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Gretchen Mattox

Gretchen Mattox

Gretchen Mattox has been a fellow at the Edward Albee Foundation, the Virginia Center for the Creative Arts, and Yaddo, as well as an instructor at The New School for Social Research, Antioch University, and Loyola Marymount University. She has lived in numerous places, including Denver, Provincetown, and New York City, and currently resides in Santa Monica, California. Her third poetry collection, The Flower Compass Sutras, is forthcoming.

Also by Gretchen Mattox


Buddha Box

Buddha BoxBuddha Box

$14.00 paper | 67 Pages
ISBN: 978-1-930974-42-5
Publication Date: April 2004
Buy: Amazon | B&N | IndieBound | ShopWMU | UPNE

Winner of the 2003 Green Rose Prize

"As subversive in its simplicity as any truly American Buddhism, or as any truly feminine anything, the poetry in Buddha Box is both radical and beautiful; both unflinching and consoling . . . Gretchen Mattox is absolutely original in her strategy of bringing Zen mind to the down-and-out human landscape of West Los Angeles. Her resulting discoveries are quite often simply brilliant. Buddha Box is filled with light."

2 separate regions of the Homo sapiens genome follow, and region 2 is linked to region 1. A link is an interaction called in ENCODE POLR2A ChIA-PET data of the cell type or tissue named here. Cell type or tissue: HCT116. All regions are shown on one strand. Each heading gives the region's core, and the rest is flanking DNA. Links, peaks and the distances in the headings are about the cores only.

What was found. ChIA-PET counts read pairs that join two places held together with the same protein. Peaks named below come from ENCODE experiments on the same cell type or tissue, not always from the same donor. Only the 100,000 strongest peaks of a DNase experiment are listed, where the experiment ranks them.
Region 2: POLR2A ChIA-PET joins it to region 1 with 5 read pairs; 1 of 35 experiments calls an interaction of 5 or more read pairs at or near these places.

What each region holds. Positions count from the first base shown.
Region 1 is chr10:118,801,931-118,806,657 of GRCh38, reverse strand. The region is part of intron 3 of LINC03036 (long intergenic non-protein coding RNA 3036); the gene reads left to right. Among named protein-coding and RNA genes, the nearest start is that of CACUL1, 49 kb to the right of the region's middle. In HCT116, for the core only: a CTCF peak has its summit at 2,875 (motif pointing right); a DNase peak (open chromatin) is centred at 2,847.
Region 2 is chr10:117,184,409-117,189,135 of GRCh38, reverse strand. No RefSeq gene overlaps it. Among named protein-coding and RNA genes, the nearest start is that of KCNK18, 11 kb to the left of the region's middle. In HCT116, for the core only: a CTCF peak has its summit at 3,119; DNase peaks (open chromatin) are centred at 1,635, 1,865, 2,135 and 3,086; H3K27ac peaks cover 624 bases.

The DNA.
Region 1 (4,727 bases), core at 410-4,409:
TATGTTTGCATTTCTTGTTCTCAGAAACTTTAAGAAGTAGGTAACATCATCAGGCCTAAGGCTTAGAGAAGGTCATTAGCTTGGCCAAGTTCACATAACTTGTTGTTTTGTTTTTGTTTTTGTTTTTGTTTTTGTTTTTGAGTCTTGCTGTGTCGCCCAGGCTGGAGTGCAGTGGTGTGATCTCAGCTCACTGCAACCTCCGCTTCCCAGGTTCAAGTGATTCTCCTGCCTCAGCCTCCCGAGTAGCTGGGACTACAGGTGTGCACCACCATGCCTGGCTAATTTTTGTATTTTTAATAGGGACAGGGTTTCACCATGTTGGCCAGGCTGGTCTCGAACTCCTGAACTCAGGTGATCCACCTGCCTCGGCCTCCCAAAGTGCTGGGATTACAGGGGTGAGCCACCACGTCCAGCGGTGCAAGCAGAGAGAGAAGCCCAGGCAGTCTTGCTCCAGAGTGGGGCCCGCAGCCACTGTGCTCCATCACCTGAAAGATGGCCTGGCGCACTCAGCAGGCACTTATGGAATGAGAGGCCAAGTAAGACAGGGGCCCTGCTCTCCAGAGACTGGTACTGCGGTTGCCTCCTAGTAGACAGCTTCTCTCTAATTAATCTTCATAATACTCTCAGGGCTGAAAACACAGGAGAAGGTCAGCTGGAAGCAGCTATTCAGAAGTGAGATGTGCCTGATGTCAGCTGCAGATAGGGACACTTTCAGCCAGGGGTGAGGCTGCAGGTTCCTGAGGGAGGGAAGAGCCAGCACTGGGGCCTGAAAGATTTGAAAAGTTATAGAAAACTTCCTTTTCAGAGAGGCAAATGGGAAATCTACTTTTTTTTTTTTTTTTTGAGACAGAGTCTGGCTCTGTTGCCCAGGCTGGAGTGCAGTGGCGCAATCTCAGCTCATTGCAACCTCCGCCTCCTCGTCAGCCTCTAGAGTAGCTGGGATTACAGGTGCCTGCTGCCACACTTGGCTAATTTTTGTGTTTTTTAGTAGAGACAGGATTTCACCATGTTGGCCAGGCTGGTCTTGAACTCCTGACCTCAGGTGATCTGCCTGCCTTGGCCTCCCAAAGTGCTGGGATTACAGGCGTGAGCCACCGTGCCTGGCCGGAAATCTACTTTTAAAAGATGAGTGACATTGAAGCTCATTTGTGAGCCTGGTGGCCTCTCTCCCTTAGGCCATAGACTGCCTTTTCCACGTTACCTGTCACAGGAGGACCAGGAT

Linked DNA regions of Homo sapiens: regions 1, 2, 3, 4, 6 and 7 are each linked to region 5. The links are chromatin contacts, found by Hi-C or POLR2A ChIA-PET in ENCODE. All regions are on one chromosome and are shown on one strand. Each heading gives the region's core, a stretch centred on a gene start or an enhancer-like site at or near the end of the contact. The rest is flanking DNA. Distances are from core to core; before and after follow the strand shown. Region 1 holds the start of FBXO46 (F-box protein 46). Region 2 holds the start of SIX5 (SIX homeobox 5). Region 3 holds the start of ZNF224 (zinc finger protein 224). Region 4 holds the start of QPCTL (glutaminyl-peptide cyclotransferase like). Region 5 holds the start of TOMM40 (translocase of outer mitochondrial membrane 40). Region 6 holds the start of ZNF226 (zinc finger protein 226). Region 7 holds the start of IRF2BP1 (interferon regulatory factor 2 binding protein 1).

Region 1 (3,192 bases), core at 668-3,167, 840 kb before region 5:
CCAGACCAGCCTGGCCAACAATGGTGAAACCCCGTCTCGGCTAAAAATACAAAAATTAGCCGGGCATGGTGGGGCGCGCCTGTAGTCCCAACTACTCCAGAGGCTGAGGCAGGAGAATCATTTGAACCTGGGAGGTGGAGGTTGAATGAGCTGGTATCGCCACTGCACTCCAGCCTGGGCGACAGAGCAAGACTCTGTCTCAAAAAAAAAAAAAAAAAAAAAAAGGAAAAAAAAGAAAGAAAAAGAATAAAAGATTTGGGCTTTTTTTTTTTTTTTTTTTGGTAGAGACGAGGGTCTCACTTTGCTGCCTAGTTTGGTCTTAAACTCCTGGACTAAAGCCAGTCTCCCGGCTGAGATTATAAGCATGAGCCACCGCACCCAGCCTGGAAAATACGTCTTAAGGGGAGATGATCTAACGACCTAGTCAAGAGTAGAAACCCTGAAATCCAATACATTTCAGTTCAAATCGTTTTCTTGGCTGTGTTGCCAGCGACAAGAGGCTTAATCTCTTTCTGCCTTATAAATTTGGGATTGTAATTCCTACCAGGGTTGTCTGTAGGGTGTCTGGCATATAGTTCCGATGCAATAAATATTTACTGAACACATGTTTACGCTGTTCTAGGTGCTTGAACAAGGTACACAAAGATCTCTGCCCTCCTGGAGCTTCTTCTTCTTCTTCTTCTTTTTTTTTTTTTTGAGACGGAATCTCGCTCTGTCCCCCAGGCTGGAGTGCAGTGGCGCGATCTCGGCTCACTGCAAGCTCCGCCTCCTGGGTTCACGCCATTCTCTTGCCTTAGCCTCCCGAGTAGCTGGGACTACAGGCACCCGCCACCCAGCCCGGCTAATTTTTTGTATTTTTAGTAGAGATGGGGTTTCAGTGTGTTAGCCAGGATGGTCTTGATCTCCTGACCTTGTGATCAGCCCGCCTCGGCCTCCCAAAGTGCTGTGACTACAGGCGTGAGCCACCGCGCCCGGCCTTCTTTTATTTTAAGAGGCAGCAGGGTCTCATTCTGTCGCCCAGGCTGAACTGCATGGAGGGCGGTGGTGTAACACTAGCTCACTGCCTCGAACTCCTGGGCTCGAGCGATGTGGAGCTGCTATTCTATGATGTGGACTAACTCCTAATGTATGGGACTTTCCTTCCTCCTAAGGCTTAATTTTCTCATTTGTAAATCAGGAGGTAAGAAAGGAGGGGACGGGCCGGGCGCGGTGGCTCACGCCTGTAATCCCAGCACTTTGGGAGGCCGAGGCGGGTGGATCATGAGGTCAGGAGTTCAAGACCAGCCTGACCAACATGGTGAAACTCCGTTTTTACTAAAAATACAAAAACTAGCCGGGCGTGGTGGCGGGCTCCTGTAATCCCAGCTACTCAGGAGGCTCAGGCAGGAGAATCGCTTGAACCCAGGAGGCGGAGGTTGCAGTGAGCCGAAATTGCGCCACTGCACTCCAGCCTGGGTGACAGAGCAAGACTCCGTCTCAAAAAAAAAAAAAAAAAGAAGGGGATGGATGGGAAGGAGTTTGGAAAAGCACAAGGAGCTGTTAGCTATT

—Gail Wronsky

"'All fire, ready to take and not worry if it offends,’ writes Gretchen Mattox in this Zen-supple, hungrily-burning collection of poems. This is LA, this is the Buddha Box, these are the lineaments of joy and detachment set, raging jewel in lotus, before us. Pink skies, astral bodies, saguaros, gas stations, love, grief—all the desperate and divine details appear in order to disappear, as they are masterfully chanted in this extraordinary voice."
        —Carol Muske-Dukes


Unicorn Chinese Restaurant, Men Smoking

Out back in the alley two Chinese men in aprons and uniform hats
—white folded like newspaper boats—

light up by the trash bins off Lincoln, their cigarettes flash white
in an otherwise dim scape

greasy smells won ton something or other and all the other social ills
maybe it’s good luck to go on hoping

how the dream of a better life stays buoyant like empty boats
          docked at the Marina
stumped as a child—how could anything so heavy float?

going through the day to day like that now

carried in spite of ourselves because we are human
and do not understand the meaning of grace

the passing glance of a lifetime streaked light in the ether